Scaling Agile successfully means not forcing teams to change the habits, work styles, and tools that keep them performing at such a high level. This is another area in which the right enterprise Kanban tool can help organizations practice Agile at scale.
Even if teams are working in a mix of Agile tools and configurations, they can coordinate their efforts with a single Kanban board for cross-team planning and collaboration.
Teams can plan and coordinate across the ART with multiple, inter-connected boards that map epics to features and other key milestones. This helps Agile Release Trains to visualize, communicate, and manage dependencies between teams and teams of teams.
Enterprise Kanban boards can also be used to perform Program Increment (PI) Planning or Quarterly Planning easily. ART leadership can build virtual boards that mimic the whiteboards and stickies used for in-person PI Planning, giving teams a way to prioritize features based on size, capacity, velocity, and customer value metrics, all in one place – no duplicating efforts or wasted time re-writing features and stories. By simply dragging cards between lanes or boards, everyone using the board can prioritize the highest value epics first and flow those epics to the ARTs and teams.
Work Tool and Agile Methodology of Choice
It’s important to give teams the flexibility to continue to use the Agile execution tools they are familiar with or that are already tailored to support their processes. Whether teams use Atlassian Jira, Rally Software by Broadcom, Microsoft Azure DevOps, or Digital.ai (previously CollabNet VersionOne), the ideal enterprise Agile tool will allow Agile teams to integrate their tool of choice with an ART Kanban board with ease – enabling them to continue delivering value without disruption.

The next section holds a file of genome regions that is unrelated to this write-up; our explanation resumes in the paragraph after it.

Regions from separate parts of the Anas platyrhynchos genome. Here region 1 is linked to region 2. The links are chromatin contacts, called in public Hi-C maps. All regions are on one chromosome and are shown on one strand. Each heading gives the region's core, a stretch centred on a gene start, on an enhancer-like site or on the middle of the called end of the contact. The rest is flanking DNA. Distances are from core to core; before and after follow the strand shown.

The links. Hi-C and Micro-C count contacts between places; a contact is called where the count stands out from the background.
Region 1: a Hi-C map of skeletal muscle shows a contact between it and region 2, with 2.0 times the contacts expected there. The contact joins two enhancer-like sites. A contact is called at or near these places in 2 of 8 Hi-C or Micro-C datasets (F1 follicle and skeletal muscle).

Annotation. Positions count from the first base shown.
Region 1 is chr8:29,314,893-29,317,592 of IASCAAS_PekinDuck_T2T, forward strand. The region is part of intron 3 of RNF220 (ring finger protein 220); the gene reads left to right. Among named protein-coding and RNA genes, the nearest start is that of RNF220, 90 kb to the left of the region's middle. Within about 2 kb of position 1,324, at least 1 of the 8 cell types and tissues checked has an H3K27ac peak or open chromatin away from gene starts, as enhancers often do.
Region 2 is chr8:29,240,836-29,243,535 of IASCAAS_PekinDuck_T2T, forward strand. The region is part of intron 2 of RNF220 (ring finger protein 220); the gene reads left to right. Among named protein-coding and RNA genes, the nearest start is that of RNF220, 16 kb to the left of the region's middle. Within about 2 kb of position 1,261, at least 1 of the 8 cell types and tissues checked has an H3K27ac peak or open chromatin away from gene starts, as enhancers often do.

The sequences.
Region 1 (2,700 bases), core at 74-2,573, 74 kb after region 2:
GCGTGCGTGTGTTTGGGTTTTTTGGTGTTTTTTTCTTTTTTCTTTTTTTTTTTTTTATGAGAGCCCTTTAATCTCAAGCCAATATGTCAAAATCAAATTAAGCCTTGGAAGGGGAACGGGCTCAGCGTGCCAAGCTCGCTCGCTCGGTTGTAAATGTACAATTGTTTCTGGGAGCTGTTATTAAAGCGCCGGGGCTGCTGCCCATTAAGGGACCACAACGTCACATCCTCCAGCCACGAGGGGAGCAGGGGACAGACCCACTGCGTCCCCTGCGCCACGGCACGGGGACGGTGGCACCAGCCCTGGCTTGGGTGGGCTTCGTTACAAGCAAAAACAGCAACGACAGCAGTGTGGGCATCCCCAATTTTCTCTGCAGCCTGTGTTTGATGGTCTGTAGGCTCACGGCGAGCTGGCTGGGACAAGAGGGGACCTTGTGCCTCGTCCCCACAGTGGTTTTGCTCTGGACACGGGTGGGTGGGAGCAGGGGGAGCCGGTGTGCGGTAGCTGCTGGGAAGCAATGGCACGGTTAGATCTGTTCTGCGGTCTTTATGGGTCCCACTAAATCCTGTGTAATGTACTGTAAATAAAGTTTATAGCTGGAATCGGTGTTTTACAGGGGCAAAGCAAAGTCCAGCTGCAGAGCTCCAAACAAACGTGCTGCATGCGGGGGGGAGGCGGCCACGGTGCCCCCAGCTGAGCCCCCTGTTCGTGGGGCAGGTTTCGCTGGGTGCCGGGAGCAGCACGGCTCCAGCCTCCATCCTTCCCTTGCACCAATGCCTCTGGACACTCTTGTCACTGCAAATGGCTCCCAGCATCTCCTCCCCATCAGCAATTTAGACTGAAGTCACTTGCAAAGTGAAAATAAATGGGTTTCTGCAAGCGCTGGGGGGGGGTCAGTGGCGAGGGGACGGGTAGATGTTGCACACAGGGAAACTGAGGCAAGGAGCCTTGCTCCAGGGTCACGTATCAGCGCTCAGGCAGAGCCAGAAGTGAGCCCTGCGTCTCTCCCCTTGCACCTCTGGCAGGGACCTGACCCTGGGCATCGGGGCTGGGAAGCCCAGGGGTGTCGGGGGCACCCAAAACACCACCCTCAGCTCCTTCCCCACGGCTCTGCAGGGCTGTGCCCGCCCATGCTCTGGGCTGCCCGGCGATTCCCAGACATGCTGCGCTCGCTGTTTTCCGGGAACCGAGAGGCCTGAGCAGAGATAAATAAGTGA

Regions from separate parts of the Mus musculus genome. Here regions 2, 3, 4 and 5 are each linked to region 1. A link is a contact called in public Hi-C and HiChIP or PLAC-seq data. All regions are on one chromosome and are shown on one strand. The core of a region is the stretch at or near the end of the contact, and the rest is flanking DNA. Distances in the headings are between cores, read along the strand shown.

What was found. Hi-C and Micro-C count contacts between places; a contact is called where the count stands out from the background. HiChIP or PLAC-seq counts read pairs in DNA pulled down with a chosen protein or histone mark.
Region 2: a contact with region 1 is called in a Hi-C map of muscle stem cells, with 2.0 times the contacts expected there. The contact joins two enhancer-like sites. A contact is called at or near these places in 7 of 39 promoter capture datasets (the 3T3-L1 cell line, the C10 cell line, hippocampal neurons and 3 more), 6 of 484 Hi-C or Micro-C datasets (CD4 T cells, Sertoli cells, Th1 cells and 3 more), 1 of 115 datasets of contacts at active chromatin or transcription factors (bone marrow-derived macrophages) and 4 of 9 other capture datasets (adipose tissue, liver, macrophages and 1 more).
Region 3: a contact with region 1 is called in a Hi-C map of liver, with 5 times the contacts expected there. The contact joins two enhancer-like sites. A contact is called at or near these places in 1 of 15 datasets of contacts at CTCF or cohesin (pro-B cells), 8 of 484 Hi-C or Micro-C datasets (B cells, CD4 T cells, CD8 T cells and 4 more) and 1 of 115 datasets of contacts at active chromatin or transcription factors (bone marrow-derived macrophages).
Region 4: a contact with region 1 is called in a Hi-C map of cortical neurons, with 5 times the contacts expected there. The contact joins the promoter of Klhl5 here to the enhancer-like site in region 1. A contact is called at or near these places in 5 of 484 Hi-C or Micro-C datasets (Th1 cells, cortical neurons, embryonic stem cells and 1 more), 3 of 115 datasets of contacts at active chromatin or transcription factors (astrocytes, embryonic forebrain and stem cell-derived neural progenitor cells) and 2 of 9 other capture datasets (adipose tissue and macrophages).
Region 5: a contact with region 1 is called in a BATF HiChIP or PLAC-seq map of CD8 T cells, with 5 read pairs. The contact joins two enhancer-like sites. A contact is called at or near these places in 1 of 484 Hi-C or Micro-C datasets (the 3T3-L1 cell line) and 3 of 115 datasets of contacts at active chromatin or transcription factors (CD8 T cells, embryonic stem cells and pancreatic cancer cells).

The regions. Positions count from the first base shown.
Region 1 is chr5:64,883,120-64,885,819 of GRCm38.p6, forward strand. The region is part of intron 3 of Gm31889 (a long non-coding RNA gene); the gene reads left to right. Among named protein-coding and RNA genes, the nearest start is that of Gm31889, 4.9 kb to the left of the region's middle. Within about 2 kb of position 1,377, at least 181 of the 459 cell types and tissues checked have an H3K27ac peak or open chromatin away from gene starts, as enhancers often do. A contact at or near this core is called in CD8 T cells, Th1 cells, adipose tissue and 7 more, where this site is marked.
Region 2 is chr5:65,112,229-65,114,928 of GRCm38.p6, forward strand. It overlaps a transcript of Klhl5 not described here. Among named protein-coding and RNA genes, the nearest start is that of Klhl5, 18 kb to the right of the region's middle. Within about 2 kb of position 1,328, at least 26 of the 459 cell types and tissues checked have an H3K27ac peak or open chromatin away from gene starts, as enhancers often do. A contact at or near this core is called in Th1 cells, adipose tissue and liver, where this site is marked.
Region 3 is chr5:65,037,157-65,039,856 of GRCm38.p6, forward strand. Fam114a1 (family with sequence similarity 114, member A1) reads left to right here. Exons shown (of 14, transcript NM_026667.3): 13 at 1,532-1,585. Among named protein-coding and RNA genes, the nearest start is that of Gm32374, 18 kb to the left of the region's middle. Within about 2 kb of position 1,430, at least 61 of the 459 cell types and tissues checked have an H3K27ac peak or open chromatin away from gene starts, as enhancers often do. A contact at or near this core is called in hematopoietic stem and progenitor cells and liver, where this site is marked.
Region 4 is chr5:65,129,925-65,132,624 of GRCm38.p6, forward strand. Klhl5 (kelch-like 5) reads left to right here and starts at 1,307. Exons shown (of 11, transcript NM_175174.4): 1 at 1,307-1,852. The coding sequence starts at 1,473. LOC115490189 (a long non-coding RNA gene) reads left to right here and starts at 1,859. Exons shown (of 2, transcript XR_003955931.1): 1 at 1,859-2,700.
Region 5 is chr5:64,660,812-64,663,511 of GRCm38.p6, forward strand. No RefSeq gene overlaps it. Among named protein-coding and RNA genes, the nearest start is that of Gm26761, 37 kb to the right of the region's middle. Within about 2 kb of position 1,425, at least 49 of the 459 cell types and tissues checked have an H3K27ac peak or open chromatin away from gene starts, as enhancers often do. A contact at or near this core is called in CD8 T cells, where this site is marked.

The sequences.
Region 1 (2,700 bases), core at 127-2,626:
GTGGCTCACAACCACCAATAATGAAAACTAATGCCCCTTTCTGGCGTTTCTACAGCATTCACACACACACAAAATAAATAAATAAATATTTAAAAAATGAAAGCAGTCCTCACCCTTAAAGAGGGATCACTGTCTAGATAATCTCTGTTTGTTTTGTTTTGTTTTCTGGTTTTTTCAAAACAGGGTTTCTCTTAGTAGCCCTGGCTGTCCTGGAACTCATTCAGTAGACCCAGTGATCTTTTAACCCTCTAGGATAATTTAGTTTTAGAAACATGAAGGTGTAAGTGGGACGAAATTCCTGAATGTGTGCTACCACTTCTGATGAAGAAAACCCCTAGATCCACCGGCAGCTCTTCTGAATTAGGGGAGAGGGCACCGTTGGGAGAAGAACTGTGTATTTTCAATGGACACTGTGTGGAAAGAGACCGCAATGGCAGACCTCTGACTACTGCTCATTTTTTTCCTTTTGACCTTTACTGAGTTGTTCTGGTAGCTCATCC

Within Agile Release Trains, allow teams to use any process – Scrum, Kanban, Scrumban, or others – to achieve continuous value delivery. Integrate with existing development tools and visualize all work at the ART level for a comprehensive view across your teams.
Data Analytics and Reporting
When choosing tools to enable your scaled Agile initiative, it’s also important to consider what metrics might be useful for measuring the effectiveness of your Agile Release Trains.
The right tools will foster continuous improvement by providing insights and analytics into delivery trends across the teams of teams and individual team levels. Make sure that the tools you choose to use to coordinate and execute your Agile Release Trains enable you to collect the Lean metrics your organization needs to track progress, measure success, and continue to scale Agile across the enterprise.
Leveraging comprehensive implementation and coaching services can help get your teams of teams or Agile Release Trains up and running fast. Delivered remotely and / or onsite, Lean-Agile coaches can walk teams through Kanban basics and best practices, as well as Kanban board setup. Keep the momentum and value flowing with ongoing, cadence-based coaching and follow ups.
Enterprises who organize their Agile teams into Agile Release Trains experience greater return on their investment in both their digital and Agile transformations by:
- Connecting business strategy to team-level delivery, ensuring what is delivered to the market directly impacts the bottom-line
- Reducing team costs by limiting re-work, prioritizing high-value work first, and pivoting toward better business decisions
- Maximizing and accelerating Agile team delivery by visualizing different work methodologies and processes for Kanban, Scrumban, and Scrum, in a single view
- Fostering collaboration and teams of teams planning with a clear view of progress and cross-team dependencies across all Agile teams